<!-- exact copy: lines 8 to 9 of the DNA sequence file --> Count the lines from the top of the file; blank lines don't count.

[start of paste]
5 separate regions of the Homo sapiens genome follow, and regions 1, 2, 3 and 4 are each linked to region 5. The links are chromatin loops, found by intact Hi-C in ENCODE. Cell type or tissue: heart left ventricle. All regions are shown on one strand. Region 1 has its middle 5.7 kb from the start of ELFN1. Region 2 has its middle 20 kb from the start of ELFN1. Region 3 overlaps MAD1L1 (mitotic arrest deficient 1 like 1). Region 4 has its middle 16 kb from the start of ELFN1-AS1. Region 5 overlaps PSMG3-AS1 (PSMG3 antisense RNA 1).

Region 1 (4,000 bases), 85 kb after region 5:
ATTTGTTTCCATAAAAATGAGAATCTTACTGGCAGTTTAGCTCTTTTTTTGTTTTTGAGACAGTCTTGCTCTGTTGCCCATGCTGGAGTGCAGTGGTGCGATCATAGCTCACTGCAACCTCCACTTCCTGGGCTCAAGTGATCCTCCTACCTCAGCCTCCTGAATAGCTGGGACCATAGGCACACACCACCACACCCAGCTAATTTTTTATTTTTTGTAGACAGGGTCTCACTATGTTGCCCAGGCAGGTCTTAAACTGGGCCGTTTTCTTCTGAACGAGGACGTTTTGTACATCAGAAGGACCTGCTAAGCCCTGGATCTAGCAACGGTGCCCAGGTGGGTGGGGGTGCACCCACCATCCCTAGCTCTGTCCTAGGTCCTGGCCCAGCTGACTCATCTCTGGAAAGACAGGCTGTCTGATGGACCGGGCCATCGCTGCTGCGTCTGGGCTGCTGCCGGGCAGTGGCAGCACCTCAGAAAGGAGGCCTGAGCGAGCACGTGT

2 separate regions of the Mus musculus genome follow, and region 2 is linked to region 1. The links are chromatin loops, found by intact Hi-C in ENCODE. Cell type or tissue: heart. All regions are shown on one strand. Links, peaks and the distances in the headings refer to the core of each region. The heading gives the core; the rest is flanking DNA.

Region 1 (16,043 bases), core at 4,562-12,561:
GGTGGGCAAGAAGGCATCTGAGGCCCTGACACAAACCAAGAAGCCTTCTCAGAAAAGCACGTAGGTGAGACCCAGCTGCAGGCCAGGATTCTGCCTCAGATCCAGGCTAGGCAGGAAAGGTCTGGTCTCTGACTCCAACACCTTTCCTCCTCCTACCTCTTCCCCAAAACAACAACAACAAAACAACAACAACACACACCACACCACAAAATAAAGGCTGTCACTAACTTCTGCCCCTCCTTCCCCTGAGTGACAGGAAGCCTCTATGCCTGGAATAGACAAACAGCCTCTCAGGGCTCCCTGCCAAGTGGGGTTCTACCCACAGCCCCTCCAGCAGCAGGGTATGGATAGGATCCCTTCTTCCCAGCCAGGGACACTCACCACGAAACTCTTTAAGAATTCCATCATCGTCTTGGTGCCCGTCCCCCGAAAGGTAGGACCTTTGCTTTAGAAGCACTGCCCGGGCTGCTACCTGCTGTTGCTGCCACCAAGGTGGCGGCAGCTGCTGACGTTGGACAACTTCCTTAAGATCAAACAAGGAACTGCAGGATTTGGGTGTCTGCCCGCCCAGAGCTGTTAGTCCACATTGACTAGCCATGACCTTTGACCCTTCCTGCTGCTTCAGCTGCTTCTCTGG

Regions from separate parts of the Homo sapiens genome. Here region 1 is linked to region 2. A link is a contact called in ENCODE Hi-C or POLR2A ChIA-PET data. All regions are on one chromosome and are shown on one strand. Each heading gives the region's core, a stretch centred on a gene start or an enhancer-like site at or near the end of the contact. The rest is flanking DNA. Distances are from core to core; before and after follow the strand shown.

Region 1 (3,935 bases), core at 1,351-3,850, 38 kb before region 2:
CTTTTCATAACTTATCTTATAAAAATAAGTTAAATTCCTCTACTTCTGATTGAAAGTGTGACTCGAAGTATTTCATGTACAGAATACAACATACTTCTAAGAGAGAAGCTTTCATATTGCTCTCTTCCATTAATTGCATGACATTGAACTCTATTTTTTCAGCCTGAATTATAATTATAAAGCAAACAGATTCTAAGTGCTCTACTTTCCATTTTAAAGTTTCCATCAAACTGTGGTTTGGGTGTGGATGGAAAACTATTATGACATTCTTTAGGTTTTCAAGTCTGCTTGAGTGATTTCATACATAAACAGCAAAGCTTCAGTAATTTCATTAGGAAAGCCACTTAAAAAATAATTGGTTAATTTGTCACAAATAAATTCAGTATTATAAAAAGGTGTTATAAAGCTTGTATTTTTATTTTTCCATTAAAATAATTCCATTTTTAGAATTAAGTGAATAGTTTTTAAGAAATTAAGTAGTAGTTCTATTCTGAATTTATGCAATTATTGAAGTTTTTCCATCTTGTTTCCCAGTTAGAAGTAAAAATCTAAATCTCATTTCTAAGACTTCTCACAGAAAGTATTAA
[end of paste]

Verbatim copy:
Region 1 (3,935 bases), core at 1,351-3,850, 38 kb before region 2:
CTTTTCATAACTTATCTTATAAAAATAAGTTAAATTCCTCTACTTCTGATTGAAAGTGTGACTCGAAGTATTTCATGTACAGAATACAACATACTTCTAAGAGAGAAGCTTTCATATTGCTCTCTTCCATTAATTGCATGACATTGAACTCTATTTTTTCAGCCTGAATTATAATTATAAAGCAAACAGATTCTAAGTGCTCTACTTTCCATTTTAAAGTTTCCATCAAACTGTGGTTTGGGTGTGGATGGAAAACTATTATGACATTCTTTAGGTTTTCAAGTCTGCTTGAGTGATTTCATACATAAACAGCAAAGCTTCAGTAATTTCATTAGGAAAGCCACTTAAAAAATAATTGGTTAATTTGTCACAAATAAATTCAGTATTATAAAAAGGTGTTATAAAGCTTGTATTTTTATTTTTCCATTAAAATAATTCCATTTTTAGAATTAAGTGAATAGTTTTTAAGAAATTAAGTAGTAGTTCTATTCTGAATTTATGCAATTATTGAAGTTTTTCCATCTTGTTTCCCAGTTAGAAGTAAAAATCTAAATCTCATTTCTAAGACTTCTCACAGAAAGTATTAA